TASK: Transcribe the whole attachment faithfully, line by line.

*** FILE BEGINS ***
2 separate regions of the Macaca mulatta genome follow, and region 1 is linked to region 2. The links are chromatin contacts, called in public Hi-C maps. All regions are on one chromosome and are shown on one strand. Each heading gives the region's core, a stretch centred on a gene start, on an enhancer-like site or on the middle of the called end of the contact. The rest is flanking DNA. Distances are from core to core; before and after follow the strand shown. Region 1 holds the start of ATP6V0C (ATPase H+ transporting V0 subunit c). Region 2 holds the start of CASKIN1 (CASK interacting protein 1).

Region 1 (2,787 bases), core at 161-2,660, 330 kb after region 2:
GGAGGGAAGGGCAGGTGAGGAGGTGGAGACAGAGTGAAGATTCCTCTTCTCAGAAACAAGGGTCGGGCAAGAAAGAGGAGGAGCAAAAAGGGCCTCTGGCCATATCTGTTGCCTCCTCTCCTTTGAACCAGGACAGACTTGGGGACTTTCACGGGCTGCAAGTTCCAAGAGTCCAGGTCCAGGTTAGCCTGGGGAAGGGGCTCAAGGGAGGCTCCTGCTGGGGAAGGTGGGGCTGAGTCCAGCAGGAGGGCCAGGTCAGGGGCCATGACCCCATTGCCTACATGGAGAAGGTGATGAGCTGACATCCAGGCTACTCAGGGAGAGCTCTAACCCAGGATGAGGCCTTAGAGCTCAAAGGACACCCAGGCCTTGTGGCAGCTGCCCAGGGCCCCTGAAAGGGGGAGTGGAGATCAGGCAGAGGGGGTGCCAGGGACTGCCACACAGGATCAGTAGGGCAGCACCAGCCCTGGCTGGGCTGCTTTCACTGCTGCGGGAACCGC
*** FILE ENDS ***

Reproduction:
2 separate regions of the Macaca mulatta genome follow, and region 1 is linked to region 2. The links are chromatin contacts, called in public Hi-C maps. All regions are on one chromosome and are shown on one strand. Each heading gives the region's core, a stretch centred on a gene start, on an enhancer-like site or on the middle of the called end of the contact. The rest is flanking DNA. Distances are from core to core; before and after follow the strand shown. Region 1 holds the start of ATP6V0C (ATPase H+ transporting V0 subunit c). Region 2 holds the start of CASKIN1 (CASK interacting protein 1).

Region 1 (2,787 bases), core at 161-2,660, 330 kb after region 2:
GGAGGGAAGGGCAGGTGAGGAGGTGGAGACAGAGTGAAGATTCCTCTTCTCAGAAACAAGGGTCGGGCAAGAAAGAGGAGGAGCAAAAAGGGCCTCTGGCCATATCTGTTGCCTCCTCTCCTTTGAACCAGGACAGACTTGGGGACTTTCACGGGCTGCAAGTTCCAAGAGTCCAGGTCCAGGTTAGCCTGGGGAAGGGGCTCAAGGGAGGCTCCTGCTGGGGAAGGTGGGGCTGAGTCCAGCAGGAGGGCCAGGTCAGGGGCCATGACCCCATTGCCTACATGGAGAAGGTGATGAGCTGACATCCAGGCTACTCAGGGAGAGCTCTAACCCAGGATGAGGCCTTAGAGCTCAAAGGACACCCAGGCCTTGTGGCAGCTGCCCAGGGCCCCTGAAAGGGGGAGTGGAGATCAGGCAGAGGGGGTGCCAGGGACTGCCACACAGGATCAGTAGGGCAGCACCAGCCCTGGCTGGGCTGCTTTCACTGCTGCGGGAACCGC